Please login to the form below

Not currently logged in

FDA sued for approving high dose of Eisai's Alzheimer’s drug Aricept

Consumer rights group Public Citizen claims the high-strength dose is unsafe

The US Food and Drug Administration (FDA) is facing a lawsuit from a consumer rights group over its decision to allow a “dangerous” dose of Eisai's Alzheimer's drug Aricept onto the market.

Public Citizen claims that a 23mg version of the drug, approved in 2009, is no more effective than previously available lower doses, but is more likely to cause severe side effects, such as vomiting, that can lead to pneumonia, massive gastrointestinal bleeding, esophageal rupture and even death.

According to the group, the primary medical reviewer at the FDA had initially recommended the regulator deny Eisai's licence application for the higher dose, but this was rejected by the director of the FDA's Division of Neurology Products, Dr Russell Katz. Consequently Eisai gained extra time to exclusively market the drug without facing generic competition.

Prior to launching the lawsuit, Public Citizen sent the FDA a petition in May 2011 calling for the 23mg version to be pulled from the market, and to add a warning to lower dose versions of Aricept and its generic copies advising against use of the drug at a higher dose. However, the FDA is yet to act on this petition.

“By ignoring Public Citizen's petition for more than a year, the agency has ignored this responsibility and instead has chosen to support the profit interests of a large pharmaceutical company,” said Dr Sidney Wolfe, director of Public Citizen's health research group.

“During the past year alone approximately 350,000 prescriptions have been filled in the US for Aricept 23, with total sales of $91m. Allowing Eisai to exploit and harm vulnerable patients with Alzheimer's disease is unconscionable.”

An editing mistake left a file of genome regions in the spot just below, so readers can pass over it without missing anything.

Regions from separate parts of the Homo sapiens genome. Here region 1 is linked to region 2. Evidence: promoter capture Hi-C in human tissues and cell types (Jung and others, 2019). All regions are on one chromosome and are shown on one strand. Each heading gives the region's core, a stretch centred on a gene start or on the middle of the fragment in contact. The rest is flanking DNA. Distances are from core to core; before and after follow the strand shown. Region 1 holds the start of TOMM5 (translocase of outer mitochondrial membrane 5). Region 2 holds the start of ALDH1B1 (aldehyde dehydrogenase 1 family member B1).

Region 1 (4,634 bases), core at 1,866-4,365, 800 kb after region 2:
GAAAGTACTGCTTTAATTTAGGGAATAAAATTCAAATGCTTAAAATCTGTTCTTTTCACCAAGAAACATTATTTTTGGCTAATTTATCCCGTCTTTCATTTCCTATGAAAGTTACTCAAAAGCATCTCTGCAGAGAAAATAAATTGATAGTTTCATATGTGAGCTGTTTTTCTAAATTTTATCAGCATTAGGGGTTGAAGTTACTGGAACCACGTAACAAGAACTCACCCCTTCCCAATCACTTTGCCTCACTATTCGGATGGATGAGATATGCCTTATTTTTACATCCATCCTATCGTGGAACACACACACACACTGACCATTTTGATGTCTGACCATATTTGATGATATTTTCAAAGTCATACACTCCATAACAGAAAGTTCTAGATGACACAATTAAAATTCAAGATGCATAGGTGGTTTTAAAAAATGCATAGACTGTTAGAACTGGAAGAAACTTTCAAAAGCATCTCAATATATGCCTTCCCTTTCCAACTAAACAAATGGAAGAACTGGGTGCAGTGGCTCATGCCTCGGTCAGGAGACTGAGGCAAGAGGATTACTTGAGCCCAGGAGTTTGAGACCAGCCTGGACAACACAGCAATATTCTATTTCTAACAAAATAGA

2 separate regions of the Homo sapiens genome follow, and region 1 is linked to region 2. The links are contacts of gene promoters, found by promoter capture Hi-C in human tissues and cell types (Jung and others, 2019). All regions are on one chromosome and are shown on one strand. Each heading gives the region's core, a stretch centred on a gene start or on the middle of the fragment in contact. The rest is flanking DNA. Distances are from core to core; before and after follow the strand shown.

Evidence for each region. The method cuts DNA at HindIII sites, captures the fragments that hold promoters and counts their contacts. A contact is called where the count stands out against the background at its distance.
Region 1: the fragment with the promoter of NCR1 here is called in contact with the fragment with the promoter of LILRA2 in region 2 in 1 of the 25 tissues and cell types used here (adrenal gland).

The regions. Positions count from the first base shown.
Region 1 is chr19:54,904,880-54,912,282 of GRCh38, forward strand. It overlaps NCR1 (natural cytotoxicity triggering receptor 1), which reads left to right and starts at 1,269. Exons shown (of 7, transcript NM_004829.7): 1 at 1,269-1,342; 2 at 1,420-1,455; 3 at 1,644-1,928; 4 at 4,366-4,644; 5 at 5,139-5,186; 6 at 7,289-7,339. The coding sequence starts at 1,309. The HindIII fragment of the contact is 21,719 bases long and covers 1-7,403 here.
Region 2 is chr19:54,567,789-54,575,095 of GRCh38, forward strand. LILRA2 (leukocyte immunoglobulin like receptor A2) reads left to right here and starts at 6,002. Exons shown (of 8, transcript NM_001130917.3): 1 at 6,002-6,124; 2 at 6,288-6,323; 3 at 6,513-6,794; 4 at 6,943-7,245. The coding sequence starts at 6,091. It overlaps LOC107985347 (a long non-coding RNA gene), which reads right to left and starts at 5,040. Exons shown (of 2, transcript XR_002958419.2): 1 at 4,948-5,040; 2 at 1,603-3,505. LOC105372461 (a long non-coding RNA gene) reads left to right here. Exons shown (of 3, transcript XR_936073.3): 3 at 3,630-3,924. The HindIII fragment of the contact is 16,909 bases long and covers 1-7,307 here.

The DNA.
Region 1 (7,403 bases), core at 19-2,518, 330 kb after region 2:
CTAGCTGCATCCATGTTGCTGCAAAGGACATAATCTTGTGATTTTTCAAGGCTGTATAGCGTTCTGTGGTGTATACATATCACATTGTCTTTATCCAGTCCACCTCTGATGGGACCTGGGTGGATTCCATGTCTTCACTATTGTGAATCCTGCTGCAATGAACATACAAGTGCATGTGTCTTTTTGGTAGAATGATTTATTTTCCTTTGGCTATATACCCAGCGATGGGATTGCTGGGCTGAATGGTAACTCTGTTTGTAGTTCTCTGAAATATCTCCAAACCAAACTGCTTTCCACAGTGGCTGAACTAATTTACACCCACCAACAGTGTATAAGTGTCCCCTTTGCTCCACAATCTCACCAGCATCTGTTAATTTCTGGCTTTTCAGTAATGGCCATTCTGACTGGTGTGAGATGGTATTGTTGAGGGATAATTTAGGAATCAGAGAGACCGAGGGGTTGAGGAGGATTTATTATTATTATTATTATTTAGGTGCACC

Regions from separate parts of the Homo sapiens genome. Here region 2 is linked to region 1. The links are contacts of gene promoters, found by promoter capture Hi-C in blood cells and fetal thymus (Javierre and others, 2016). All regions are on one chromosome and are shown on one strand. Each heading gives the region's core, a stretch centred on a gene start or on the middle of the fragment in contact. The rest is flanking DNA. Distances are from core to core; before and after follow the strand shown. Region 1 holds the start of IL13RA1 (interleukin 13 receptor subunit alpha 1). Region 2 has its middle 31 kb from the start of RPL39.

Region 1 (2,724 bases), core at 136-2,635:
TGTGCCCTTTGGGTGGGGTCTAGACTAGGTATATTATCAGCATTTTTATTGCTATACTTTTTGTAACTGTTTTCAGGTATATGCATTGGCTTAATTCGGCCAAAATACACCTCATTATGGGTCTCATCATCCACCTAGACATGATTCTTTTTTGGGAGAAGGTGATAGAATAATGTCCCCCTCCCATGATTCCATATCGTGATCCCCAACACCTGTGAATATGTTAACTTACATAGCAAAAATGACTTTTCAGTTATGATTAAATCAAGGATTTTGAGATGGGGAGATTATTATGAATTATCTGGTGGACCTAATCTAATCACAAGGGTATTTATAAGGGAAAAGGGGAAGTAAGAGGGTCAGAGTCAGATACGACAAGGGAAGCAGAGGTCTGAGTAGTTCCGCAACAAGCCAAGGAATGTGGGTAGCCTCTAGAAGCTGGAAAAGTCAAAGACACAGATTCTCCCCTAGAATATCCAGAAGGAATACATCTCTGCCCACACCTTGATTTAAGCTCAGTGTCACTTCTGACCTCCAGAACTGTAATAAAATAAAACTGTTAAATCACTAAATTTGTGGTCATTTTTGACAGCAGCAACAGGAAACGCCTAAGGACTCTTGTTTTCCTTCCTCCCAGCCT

Responding to the lawsuit, an FDA spokesperson said the agency does not comment on pending litigation.

Eisai spokesperson Marcia Diljak also declined to comment on the lawsuit to Bloomberg, but told the news agency: “We stand by the FDA's decision to approve Aricept 23mg as a safe and effective treatment of moderate to severe Alzheimer's disease.”

7th September 2012

From: Regulatory



Featured jobs

Subscribe to our email news alerts


Add my company
Hayward Medical Communications

Hayward Medical Communications has been supporting partners in every sector of the healthcare industry to deliver evidence-based, clinically relevant and...

Latest intelligence

PM Society Digital Awards – the power of together
Our chief executive, Emma Statham, writes about the value of awards and the power of together....
Seduce anyone in four simple steps
You know the health of the global economy is dependent on our ability to seduce one another – don’t you? And you know that we need to be able to...
What Would Jeremy Do? : Assessing the impact of a Corbyn-led Labour government
GK Strategy are delighted to announce the launch our latest briefing paper entitled ‘What Would Jeremy Do? Assessing the impact of a Corbyn-led Labour government’....